California Wildfire Evacuation Map: Kincade, Getty Fires Force More Than 150,000 Residents From Homes

Firefighters are battling multiple fires in California and two of the flames, the Kincade Fire and Getty Fire, forced at least 163,000 people from their homes.

On Wednesday morning, there were at least nine wildfires burning across the Golden State, charring more than 90,000 acres of land. In contrast to the Kincade Fire, which burned more than 76,000 acres, the Getty Fire was only 656 acres in size, but both fires caused the destruction and damage of homes and required people to leave the area quickly, unsure of what they would find when they returned.

The destruction brought on by California's wildfire season is largely dictated by weather conditions and on Wednesday, hot temperatures, low humidity and strong winds created a fire spreading trifecta. A large portion of the state was under a Red Flag Warning, cautioning residents that there was an increased risk of wildfires.

Given the risk the Kincade and Getty Fires posed to people in their paths and the forecasted high winds, thousands of people were under a mandatory evacuation order and instructed to remain away from their homes.

Kincade Fire

The Kincade Fire began Oct. 23 and has since burned through more than 76,000 acres of Northern California. As of Tuesday evening, the California Department of Forestry and Fire Protection (Cal Fire) reported at least 86 homes were destroyed and KGO reported an estimated 156,000 people were under a mandatory evacuation order. The areas that were still under a mandatory evacuation order on Tuesday evening were identified by Cal Fire as:

  • Ida Clayton Road
  • North to Highland Ranch Road at Campbell Road
  • East of the 101 between Asti Road & Alexander Valley Road
  • Highway 128 North Knights Valley Area to the Napa County Line
  • Healdsburg
  • Windsor
  • Highway 101 Corridor from Geyserville through Windsor, including all areas east to Chalk Hill Road area
  • South of Westside Road to Mill Creek Road
  • Larkfield and Mark West Drainage
  • Calistoga Road/Petrified Forest Road to the Sonoma & Napa County Line
  • North of Occidental Road
  • Santa Rosa
  • All areas within in the city North of Highway 12 West of Highway 101
kincade fire evacuation map
An evacuation map shows areas impacted by the Kincade Fire, as of Tuesday evening. Sonoma County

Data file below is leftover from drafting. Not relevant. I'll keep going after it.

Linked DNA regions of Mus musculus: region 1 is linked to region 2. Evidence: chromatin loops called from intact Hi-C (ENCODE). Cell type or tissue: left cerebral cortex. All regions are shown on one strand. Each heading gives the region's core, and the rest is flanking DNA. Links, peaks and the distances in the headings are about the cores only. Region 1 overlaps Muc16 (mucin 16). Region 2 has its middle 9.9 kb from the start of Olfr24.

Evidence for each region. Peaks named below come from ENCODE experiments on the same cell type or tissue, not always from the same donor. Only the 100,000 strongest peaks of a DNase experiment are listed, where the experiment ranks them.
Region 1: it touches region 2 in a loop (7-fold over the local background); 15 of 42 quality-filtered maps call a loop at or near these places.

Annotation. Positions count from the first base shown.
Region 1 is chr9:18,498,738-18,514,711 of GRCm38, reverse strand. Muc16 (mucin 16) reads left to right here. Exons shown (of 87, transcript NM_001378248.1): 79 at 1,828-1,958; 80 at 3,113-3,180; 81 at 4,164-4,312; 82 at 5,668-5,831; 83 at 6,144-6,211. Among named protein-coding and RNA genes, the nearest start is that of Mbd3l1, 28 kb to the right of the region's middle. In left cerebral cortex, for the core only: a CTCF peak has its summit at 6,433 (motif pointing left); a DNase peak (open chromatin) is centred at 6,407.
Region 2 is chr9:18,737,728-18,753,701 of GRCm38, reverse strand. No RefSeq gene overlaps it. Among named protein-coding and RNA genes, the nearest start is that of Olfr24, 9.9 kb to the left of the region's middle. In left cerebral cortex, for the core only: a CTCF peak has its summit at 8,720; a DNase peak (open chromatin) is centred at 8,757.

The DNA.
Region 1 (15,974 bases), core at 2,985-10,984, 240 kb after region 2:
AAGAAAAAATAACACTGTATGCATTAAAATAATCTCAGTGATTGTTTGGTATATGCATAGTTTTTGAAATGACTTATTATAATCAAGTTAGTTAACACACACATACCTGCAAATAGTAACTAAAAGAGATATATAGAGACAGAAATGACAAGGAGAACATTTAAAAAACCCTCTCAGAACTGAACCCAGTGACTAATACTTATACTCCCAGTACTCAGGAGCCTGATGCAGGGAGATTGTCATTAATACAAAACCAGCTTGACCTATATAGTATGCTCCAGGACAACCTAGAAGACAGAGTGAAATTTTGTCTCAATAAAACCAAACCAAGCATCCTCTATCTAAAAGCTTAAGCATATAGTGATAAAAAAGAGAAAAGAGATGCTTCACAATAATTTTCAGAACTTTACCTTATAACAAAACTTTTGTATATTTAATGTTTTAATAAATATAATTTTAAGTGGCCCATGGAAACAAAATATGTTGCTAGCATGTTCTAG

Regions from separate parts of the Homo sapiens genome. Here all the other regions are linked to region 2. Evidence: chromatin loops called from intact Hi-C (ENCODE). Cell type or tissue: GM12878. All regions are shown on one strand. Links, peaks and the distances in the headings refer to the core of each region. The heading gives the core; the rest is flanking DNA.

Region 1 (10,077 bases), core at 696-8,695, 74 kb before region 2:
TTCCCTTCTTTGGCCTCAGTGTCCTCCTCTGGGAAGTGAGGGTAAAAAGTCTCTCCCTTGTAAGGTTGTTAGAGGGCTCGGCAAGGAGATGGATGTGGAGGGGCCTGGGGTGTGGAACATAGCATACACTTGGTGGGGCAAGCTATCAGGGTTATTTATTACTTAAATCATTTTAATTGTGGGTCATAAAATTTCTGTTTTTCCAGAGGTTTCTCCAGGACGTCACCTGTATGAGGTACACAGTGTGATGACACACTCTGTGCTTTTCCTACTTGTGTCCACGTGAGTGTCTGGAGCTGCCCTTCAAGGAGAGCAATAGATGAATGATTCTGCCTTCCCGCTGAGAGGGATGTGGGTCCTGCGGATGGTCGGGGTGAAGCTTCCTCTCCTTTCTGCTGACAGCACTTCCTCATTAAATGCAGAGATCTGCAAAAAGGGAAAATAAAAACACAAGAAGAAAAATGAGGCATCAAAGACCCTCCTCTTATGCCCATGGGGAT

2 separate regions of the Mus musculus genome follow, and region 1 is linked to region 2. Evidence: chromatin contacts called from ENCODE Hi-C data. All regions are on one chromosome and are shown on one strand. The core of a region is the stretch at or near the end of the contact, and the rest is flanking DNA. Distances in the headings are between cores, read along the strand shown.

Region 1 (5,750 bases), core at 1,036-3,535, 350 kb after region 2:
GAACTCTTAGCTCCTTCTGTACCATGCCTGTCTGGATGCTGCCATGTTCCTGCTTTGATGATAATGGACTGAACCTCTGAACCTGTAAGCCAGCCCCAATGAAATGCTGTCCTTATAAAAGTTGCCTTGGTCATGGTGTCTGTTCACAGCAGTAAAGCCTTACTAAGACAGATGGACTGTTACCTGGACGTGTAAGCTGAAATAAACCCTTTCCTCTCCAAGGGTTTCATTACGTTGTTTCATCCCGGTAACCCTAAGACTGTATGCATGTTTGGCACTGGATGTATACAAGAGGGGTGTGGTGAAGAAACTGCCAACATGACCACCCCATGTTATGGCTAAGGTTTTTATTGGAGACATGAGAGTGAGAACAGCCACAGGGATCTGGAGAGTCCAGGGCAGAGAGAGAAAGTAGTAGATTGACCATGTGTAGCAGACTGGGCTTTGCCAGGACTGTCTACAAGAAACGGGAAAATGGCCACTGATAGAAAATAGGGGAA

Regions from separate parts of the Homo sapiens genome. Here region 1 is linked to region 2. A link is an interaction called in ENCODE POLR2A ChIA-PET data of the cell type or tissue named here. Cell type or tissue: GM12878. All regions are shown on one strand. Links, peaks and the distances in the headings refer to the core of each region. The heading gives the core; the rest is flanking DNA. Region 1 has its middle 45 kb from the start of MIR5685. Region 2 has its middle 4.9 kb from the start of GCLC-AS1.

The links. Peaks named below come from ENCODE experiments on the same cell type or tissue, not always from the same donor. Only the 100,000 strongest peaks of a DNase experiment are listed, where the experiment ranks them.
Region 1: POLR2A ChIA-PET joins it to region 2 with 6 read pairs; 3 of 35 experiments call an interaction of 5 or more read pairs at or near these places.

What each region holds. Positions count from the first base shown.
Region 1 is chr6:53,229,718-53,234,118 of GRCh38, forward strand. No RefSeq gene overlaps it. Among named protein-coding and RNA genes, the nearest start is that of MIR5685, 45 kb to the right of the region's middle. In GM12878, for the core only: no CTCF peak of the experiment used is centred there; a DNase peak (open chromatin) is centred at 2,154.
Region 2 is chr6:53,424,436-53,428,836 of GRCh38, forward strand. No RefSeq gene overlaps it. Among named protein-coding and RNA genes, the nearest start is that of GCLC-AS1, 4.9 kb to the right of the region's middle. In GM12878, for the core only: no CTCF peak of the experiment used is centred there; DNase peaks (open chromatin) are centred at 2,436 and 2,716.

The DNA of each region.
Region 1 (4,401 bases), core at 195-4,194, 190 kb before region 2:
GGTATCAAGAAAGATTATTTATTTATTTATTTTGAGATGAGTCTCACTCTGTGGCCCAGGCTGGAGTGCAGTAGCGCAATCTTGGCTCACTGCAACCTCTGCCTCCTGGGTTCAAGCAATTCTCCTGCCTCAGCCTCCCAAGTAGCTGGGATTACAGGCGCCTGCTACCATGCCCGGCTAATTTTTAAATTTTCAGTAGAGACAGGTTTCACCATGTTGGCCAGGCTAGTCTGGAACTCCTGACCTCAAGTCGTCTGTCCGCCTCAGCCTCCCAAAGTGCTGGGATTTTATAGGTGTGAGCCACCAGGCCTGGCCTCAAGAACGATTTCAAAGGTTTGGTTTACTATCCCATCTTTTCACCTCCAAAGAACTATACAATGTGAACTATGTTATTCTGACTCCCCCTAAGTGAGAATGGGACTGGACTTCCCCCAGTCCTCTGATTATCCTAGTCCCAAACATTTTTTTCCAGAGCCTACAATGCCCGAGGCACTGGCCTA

On Tuesday afternoon, the Sonoma County Sheriff's Office allowed some people who left the area under mandatory evacuation orders to return home. However, they were cautioned to do so at their own risk, because the fire could still impact the area and many people were without power.

Other areas of Sonoma County, Napa County and Lake County were under an evacuation warning, meaning residents should remain vigilant and be prepared to leave.

Fifteen evacuation centers were established for people who had to leave their homes and 12 had vacancies as of Tuesday evening.

Getty Fire

Farther south of the Kincade Fire, the Getty Fire ignited early Monday morning near the 405 Freeway in Los Angeles. The fire rapidly spread from about 70 acres when it broke out to 656 acres on Tuesday evening, according to the Los Angeles Fire Department (LAFD), and 12 homes were destroyed.

With a forecast of strong winds, which could reach up to 80 miles per hour in certain areas of Los Angeles on Wednesday and Thursday, the LAFD placed more than 7,000 homes under a mandatory evacuation order. People were barred from entering the area within the borders of Temescal Canyon Road, Sunset Boulevard, Mulholland Drive and the 405 Freeway.

getty fire evacuation map
An evacuation map showed areas impacted by the Getty Fire, as of Tuesday evening. Los Angeles Fire Department

The exception to the evacuation order was the Mountaingate community, which was under an evacuation warning. Also included in the evacuation warning were people within the border of Topanga Canyon, Sunset Boulevard, Mulholland Drive and Temescal Canyon Road.

Two shelters and centers were established at the Palisades Recreation Center and Westwood Recreation Center for humans and small animals. Two shelters were also open to additional animals at the West Valley Animal Shelter and West Los Angeles Animal Shelter. People could bring large animals, such as horses, to the Hansen Dam Recreation Area.

Although firefighters were battling tough weather conditions, Ryan Walburn, a National Weather Service Meteorologist, told KGO that after the current wind event, the next five to seven days looked like they would bring a favorable weather pattern.